Substituting natural aggregate with recycled aggregate coming from concrete demolition represents a promising alternative to face the issues of both the depletion of natural resources and the congestion of waste storage facilities. However, the crushing process of concrete demolition waste, currently in use to produce recycled concrete aggregate, does not allow the complete separation of natural aggregate from a variable amount of adhered mortar. Given the physicochemical characteristics of the latter, the introduction of recycled concrete aggregate into a concrete mix modifies, to a certain extent, both fresh and hardened concrete properties. As a consequence, the behavior of recycled reinforced concrete members could likely be influenced by the specificities of recycled concrete aggregates. Beyond the mechanical properties of concrete, and as a result of the composite character of reinforced concrete, the bond characteristics at the rebar/concrete interface have to be taken into account in an attempt to describe accurately the mechanical response of recycled reinforced concrete members. Hence, a comparative experimental campaign, including 16 pull-out tests, was carried out. Four concrete mixes with different recycled concrete aggregate content were tested. The main mechanical properties (compressive strength, tensile strength, Young’s modulus) of each concrete mix were measured through standard procedures. A single 14-mm-diameter ribbed rebar, representative of the diameters commonly used in the domain of civil engineering, was embedded into a 200-mm-side concrete cube. The resulting concrete cover is intended to ensure a pull-out type failure (i.e. exceedance of the rebar/concrete interface shear strength). A pull-out test carried out on the 100% recycled concrete specimen was enriched with exploratory acoustic emission measurements. Acoustic event location was performed by means of eight piezoelectric transducers distributed over the whole surface of the specimen. The resulting map was compared to existing data related to natural aggregate concrete. Damage distribution around the reinforcement and main features of the characteristic bond stress/free-end slip curve appeared to be similar to previous results obtained through comparable studies carried out on natural aggregate concrete. This seems to show that the usual bond mechanism sequence (‘chemical adhesion’, mechanical interlocking and friction) remains unchanged despite the addition of recycled concrete aggregate. However, the results also suggest that bond efficiency seems somewhat improved through the use of recycled concrete aggregate. This observation appears to be counter-intuitive with regard to the diminution of the main concrete mechanical properties with the recycled concrete aggregate content. As a consequence, the impact of recycled concrete aggregate content on bond characteristics seemingly represents an important factor which should be taken into account and likely to be further explored in order to determine flexural parameters such as deflection or crack distribution.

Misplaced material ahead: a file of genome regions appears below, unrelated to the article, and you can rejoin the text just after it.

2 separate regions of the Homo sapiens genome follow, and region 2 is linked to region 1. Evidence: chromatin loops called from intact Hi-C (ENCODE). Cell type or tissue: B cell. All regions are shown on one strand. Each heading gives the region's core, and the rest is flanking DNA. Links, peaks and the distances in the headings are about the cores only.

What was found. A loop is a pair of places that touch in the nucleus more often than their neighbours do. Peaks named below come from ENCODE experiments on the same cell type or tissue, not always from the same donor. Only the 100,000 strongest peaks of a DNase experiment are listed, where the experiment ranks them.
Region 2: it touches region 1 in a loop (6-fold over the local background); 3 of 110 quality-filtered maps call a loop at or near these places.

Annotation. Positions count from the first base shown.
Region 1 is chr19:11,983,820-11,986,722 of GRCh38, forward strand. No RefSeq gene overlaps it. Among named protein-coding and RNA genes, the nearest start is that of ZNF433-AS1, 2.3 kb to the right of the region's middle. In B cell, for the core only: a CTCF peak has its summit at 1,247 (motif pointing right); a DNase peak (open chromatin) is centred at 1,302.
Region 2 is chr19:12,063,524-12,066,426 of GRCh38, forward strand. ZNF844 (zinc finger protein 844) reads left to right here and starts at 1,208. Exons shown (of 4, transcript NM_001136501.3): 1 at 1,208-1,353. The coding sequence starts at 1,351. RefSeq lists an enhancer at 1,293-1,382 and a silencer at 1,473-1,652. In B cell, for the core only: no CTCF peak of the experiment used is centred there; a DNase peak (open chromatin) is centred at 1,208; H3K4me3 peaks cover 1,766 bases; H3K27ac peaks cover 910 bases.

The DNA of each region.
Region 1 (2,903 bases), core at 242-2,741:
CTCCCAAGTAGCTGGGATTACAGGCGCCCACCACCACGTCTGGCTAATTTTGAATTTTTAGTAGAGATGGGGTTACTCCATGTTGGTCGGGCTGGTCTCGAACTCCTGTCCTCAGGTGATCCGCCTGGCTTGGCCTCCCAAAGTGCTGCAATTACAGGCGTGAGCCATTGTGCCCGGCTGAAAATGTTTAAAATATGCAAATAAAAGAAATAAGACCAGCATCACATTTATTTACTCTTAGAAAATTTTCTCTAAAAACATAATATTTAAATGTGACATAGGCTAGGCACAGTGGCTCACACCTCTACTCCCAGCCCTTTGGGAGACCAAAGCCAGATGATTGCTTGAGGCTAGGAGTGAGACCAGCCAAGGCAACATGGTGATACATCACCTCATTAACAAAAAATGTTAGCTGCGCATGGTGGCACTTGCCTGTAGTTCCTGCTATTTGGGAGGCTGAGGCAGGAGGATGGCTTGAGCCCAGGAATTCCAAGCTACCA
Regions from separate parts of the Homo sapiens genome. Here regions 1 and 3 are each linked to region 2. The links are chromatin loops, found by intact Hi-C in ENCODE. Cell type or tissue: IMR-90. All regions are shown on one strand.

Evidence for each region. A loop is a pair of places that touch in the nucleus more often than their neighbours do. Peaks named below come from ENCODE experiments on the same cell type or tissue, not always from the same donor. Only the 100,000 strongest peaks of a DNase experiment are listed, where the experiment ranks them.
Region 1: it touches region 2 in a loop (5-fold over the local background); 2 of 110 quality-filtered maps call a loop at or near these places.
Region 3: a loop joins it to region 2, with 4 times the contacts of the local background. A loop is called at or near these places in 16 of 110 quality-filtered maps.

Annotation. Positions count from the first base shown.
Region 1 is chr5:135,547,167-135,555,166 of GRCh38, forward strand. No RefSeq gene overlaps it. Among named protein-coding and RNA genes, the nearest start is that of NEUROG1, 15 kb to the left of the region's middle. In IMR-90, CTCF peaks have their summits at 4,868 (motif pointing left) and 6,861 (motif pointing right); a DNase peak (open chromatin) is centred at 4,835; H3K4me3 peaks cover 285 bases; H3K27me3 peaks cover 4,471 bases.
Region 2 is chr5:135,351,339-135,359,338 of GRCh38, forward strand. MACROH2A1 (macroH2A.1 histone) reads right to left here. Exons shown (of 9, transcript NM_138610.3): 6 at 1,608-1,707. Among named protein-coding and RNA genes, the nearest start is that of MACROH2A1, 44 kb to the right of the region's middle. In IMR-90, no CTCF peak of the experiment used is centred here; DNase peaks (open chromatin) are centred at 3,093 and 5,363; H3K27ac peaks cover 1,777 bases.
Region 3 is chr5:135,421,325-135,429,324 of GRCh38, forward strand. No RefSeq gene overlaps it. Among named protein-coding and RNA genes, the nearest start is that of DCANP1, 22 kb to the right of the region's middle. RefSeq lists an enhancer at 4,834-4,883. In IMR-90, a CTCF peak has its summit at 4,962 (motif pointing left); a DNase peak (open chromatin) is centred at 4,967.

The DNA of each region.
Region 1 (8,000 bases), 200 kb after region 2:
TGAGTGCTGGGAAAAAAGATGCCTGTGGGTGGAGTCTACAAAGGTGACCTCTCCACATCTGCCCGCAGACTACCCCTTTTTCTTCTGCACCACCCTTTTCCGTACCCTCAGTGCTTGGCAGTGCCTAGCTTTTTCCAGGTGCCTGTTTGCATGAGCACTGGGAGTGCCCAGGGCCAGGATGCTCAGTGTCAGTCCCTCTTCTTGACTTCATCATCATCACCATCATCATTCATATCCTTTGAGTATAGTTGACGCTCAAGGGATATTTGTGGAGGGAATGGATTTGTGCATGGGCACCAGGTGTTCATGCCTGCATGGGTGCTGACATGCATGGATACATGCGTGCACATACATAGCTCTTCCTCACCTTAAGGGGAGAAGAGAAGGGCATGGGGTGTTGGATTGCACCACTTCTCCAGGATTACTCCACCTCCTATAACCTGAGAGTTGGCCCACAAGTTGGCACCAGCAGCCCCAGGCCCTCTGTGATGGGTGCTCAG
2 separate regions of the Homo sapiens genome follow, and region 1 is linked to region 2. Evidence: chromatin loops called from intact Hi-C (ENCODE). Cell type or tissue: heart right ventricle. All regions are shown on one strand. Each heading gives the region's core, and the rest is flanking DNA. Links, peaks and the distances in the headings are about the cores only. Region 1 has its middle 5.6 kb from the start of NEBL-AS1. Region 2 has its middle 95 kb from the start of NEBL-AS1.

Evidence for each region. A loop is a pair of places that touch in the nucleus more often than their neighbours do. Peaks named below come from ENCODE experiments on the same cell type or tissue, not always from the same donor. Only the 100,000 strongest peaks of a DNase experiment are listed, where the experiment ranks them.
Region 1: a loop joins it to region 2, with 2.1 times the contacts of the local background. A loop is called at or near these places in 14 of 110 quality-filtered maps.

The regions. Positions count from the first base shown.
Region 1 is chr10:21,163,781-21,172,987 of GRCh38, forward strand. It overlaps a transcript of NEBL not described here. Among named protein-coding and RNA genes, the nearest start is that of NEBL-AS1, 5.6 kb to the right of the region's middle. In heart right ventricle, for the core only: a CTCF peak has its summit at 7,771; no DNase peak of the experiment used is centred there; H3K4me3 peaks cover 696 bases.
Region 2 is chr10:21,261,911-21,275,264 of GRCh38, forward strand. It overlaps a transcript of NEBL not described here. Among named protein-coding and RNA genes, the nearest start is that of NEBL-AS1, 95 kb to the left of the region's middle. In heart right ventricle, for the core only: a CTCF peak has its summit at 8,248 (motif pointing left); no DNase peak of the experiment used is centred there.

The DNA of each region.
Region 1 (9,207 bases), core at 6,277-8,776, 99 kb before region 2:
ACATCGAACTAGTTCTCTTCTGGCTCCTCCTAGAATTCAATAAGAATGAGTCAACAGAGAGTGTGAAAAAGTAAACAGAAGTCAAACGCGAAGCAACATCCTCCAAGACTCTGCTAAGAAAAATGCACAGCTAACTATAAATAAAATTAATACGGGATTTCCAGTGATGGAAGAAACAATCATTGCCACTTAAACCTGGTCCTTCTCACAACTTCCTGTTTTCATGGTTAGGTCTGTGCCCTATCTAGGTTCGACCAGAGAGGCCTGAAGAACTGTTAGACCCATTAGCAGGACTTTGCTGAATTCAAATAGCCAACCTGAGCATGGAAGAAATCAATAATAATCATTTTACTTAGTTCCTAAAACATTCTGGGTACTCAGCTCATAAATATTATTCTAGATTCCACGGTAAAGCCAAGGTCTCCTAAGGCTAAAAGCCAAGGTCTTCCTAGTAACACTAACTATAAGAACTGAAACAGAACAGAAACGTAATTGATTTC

Keywords: Acoustic emission monitoring, high-bond steel rebar, pull-out test, recycled aggregate concrete.

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18 Durability Aspects of Recycled Aggregate Concrete: An Experimental Study

Authors: Smitha Yadav, Snehal Pathak

Abstract:

Aggregate compositions in the construction and demolition (C&D) waste have potential to replace normal aggregates. However, to re-utilise these aggregates, the concrete produced with these recycled aggregates needs to provide the desired compressive strength and durability. This paper examines the performance of recycled aggregate concrete made up of 60% recycled aggregates of 20 mm size in terms of durability tests namely rapid chloride permeability, drying shrinkage, water permeability, modulus of elasticity and creep without compromising the compressive strength. The experimental outcome indicates that recycled aggregate concrete provides strength and durability same as controlled concrete when processed for removal of adhered mortar.

Keywords: Compressive strength, recycled aggregate, shrinkage, rapid chloride permeation test, modulus of elasticity, water permeability.

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17 Recycled Aggregates from Construction and Demolition Waste in the Production of Concrete Blocks

Authors: Juan A. Ferriz-Papi, Simon Thomas

Abstract: